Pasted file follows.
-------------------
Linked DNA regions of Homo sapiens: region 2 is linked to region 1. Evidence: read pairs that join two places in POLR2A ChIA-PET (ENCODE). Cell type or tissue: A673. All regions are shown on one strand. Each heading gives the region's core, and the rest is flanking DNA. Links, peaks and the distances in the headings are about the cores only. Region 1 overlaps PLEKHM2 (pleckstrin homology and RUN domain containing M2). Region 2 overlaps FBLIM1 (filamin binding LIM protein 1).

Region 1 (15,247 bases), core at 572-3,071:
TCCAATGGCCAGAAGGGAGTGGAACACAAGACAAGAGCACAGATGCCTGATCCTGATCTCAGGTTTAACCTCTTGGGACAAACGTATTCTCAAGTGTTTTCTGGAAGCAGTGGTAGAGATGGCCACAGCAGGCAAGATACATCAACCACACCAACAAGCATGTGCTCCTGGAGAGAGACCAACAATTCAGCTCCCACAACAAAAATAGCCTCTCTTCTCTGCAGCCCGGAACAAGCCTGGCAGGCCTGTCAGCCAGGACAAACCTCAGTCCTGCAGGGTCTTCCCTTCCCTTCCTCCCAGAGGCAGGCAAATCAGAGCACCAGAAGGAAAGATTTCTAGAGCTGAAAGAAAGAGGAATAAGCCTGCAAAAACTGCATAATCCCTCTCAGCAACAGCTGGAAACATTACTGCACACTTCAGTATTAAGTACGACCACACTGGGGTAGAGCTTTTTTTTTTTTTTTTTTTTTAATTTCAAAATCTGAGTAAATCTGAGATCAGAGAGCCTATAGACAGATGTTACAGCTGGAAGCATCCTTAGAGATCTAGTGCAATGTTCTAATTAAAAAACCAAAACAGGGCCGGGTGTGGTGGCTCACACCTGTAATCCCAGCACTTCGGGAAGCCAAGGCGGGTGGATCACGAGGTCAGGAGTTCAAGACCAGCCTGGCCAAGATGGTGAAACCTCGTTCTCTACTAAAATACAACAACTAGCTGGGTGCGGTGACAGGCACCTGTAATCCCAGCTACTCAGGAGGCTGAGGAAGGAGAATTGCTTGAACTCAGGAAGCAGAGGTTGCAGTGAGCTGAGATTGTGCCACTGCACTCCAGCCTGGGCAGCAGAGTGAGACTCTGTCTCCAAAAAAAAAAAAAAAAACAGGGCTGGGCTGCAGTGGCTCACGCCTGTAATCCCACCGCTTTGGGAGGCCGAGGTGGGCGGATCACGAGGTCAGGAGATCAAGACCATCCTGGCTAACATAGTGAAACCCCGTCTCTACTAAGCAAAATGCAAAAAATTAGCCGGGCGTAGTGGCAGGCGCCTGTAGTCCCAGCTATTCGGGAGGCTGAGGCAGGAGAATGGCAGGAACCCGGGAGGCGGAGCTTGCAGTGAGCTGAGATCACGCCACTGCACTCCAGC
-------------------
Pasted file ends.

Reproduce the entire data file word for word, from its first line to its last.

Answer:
Linked DNA regions of Homo sapiens: region 2 is linked to region 1. Evidence: read pairs that join two places in POLR2A ChIA-PET (ENCODE). Cell type or tissue: A673. All regions are shown on one strand. Each heading gives the region's core, and the rest is flanking DNA. Links, peaks and the distances in the headings are about the cores only. Region 1 overlaps PLEKHM2 (pleckstrin homology and RUN domain containing M2). Region 2 overlaps FBLIM1 (filamin binding LIM protein 1).

Region 1 (15,247 bases), core at 572-3,071:
TCCAATGGCCAGAAGGGAGTGGAACACAAGACAAGAGCACAGATGCCTGATCCTGATCTCAGGTTTAACCTCTTGGGACAAACGTATTCTCAAGTGTTTTCTGGAAGCAGTGGTAGAGATGGCCACAGCAGGCAAGATACATCAACCACACCAACAAGCATGTGCTCCTGGAGAGAGACCAACAATTCAGCTCCCACAACAAAAATAGCCTCTCTTCTCTGCAGCCCGGAACAAGCCTGGCAGGCCTGTCAGCCAGGACAAACCTCAGTCCTGCAGGGTCTTCCCTTCCCTTCCTCCCAGAGGCAGGCAAATCAGAGCACCAGAAGGAAAGATTTCTAGAGCTGAAAGAAAGAGGAATAAGCCTGCAAAAACTGCATAATCCCTCTCAGCAACAGCTGGAAACATTACTGCACACTTCAGTATTAAGTACGACCACACTGGGGTAGAGCTTTTTTTTTTTTTTTTTTTTTAATTTCAAAATCTGAGTAAATCTGAGATCAGAGAGCCTATAGACAGATGTTACAGCTGGAAGCATCCTTAGAGATCTAGTGCAATGTTCTAATTAAAAAACCAAAACAGGGCCGGGTGTGGTGGCTCACACCTGTAATCCCAGCACTTCGGGAAGCCAAGGCGGGTGGATCACGAGGTCAGGAGTTCAAGACCAGCCTGGCCAAGATGGTGAAACCTCGTTCTCTACTAAAATACAACAACTAGCTGGGTGCGGTGACAGGCACCTGTAATCCCAGCTACTCAGGAGGCTGAGGAAGGAGAATTGCTTGAACTCAGGAAGCAGAGGTTGCAGTGAGCTGAGATTGTGCCACTGCACTCCAGCCTGGGCAGCAGAGTGAGACTCTGTCTCCAAAAAAAAAAAAAAAAACAGGGCTGGGCTGCAGTGGCTCACGCCTGTAATCCCACCGCTTTGGGAGGCCGAGGTGGGCGGATCACGAGGTCAGGAGATCAAGACCATCCTGGCTAACATAGTGAAACCCCGTCTCTACTAAGCAAAATGCAAAAAATTAGCCGGGCGTAGTGGCAGGCGCCTGTAGTCCCAGCTATTCGGGAGGCTGAGGCAGGAGAATGGCAGGAACCCGGGAGGCGGAGCTTGCAGTGAGCTGAGATCACGCCACTGCACTCCAGC